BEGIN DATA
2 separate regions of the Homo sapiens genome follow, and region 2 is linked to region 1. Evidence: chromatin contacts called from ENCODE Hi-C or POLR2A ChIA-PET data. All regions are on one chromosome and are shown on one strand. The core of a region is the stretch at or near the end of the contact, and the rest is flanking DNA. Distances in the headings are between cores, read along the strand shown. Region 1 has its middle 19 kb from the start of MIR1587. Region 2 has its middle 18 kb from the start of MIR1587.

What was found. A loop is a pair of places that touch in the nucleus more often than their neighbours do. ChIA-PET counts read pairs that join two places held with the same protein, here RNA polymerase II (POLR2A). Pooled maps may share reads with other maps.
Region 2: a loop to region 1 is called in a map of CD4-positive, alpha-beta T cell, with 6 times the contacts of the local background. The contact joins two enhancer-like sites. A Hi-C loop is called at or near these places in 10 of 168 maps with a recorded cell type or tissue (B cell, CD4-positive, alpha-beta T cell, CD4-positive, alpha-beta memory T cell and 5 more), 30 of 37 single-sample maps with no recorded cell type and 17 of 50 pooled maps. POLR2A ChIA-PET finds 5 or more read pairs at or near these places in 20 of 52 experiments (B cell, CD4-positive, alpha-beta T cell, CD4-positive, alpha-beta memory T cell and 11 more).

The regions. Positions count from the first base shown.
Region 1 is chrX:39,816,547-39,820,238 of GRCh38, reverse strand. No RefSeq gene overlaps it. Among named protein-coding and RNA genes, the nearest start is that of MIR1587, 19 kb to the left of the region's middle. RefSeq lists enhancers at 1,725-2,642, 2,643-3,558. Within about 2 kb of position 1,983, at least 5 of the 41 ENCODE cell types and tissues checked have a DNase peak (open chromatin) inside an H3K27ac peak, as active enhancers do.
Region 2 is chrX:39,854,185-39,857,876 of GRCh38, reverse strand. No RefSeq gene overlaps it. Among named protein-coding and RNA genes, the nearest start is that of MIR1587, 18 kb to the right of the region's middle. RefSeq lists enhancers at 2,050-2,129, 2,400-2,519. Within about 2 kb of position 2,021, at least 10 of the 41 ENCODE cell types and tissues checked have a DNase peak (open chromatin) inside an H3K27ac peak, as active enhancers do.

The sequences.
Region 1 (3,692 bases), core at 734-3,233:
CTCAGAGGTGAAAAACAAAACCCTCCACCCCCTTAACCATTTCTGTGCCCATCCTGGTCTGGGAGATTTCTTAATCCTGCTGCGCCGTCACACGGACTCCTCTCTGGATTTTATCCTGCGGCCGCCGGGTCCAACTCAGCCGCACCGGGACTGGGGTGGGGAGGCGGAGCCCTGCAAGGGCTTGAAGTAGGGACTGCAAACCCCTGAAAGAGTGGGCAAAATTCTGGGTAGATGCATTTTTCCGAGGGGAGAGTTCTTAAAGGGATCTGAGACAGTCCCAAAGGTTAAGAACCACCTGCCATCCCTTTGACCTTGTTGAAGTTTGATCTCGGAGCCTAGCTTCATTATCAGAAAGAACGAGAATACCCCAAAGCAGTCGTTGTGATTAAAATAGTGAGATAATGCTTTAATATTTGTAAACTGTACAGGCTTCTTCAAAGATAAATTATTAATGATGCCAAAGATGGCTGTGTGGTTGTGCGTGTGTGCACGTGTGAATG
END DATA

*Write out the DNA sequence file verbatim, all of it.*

2 separate regions of the Homo sapiens genome follow, and region 2 is linked to region 1. Evidence: chromatin contacts called from ENCODE Hi-C or POLR2A ChIA-PET data. All regions are on one chromosome and are shown on one strand. The core of a region is the stretch at or near the end of the contact, and the rest is flanking DNA. Distances in the headings are between cores, read along the strand shown. Region 1 has its middle 19 kb from the start of MIR1587. Region 2 has its middle 18 kb from the start of MIR1587.

What was found. A loop is a pair of places that touch in the nucleus more often than their neighbours do. ChIA-PET counts read pairs that join two places held with the same protein, here RNA polymerase II (POLR2A). Pooled maps may share reads with other maps.
Region 2: a loop to region 1 is called in a map of CD4-positive, alpha-beta T cell, with 6 times the contacts of the local background. The contact joins two enhancer-like sites. A Hi-C loop is called at or near these places in 10 of 168 maps with a recorded cell type or tissue (B cell, CD4-positive, alpha-beta T cell, CD4-positive, alpha-beta memory T cell and 5 more), 30 of 37 single-sample maps with no recorded cell type and 17 of 50 pooled maps. POLR2A ChIA-PET finds 5 or more read pairs at or near these places in 20 of 52 experiments (B cell, CD4-positive, alpha-beta T cell, CD4-positive, alpha-beta memory T cell and 11 more).

The regions. Positions count from the first base shown.
Region 1 is chrX:39,816,547-39,820,238 of GRCh38, reverse strand. No RefSeq gene overlaps it. Among named protein-coding and RNA genes, the nearest start is that of MIR1587, 19 kb to the left of the region's middle. RefSeq lists enhancers at 1,725-2,642, 2,643-3,558. Within about 2 kb of position 1,983, at least 5 of the 41 ENCODE cell types and tissues checked have a DNase peak (open chromatin) inside an H3K27ac peak, as active enhancers do.
Region 2 is chrX:39,854,185-39,857,876 of GRCh38, reverse strand. No RefSeq gene overlaps it. Among named protein-coding and RNA genes, the nearest start is that of MIR1587, 18 kb to the right of the region's middle. RefSeq lists enhancers at 2,050-2,129, 2,400-2,519. Within about 2 kb of position 2,021, at least 10 of the 41 ENCODE cell types and tissues checked have a DNase peak (open chromatin) inside an H3K27ac peak, as active enhancers do.

The sequences.
Region 1 (3,692 bases), core at 734-3,233:
CTCAGAGGTGAAAAACAAAACCCTCCACCCCCTTAACCATTTCTGTGCCCATCCTGGTCTGGGAGATTTCTTAATCCTGCTGCGCCGTCACACGGACTCCTCTCTGGATTTTATCCTGCGGCCGCCGGGTCCAACTCAGCCGCACCGGGACTGGGGTGGGGAGGCGGAGCCCTGCAAGGGCTTGAAGTAGGGACTGCAAACCCCTGAAAGAGTGGGCAAAATTCTGGGTAGATGCATTTTTCCGAGGGGAGAGTTCTTAAAGGGATCTGAGACAGTCCCAAAGGTTAAGAACCACCTGCCATCCCTTTGACCTTGTTGAAGTTTGATCTCGGAGCCTAGCTTCATTATCAGAAAGAACGAGAATACCCCAAAGCAGTCGTTGTGATTAAAATAGTGAGATAATGCTTTAATATTTGTAAACTGTACAGGCTTCTTCAAAGATAAATTATTAATGATGCCAAAGATGGCTGTGTGGTTGTGCGTGTGTGCACGTGTGAATG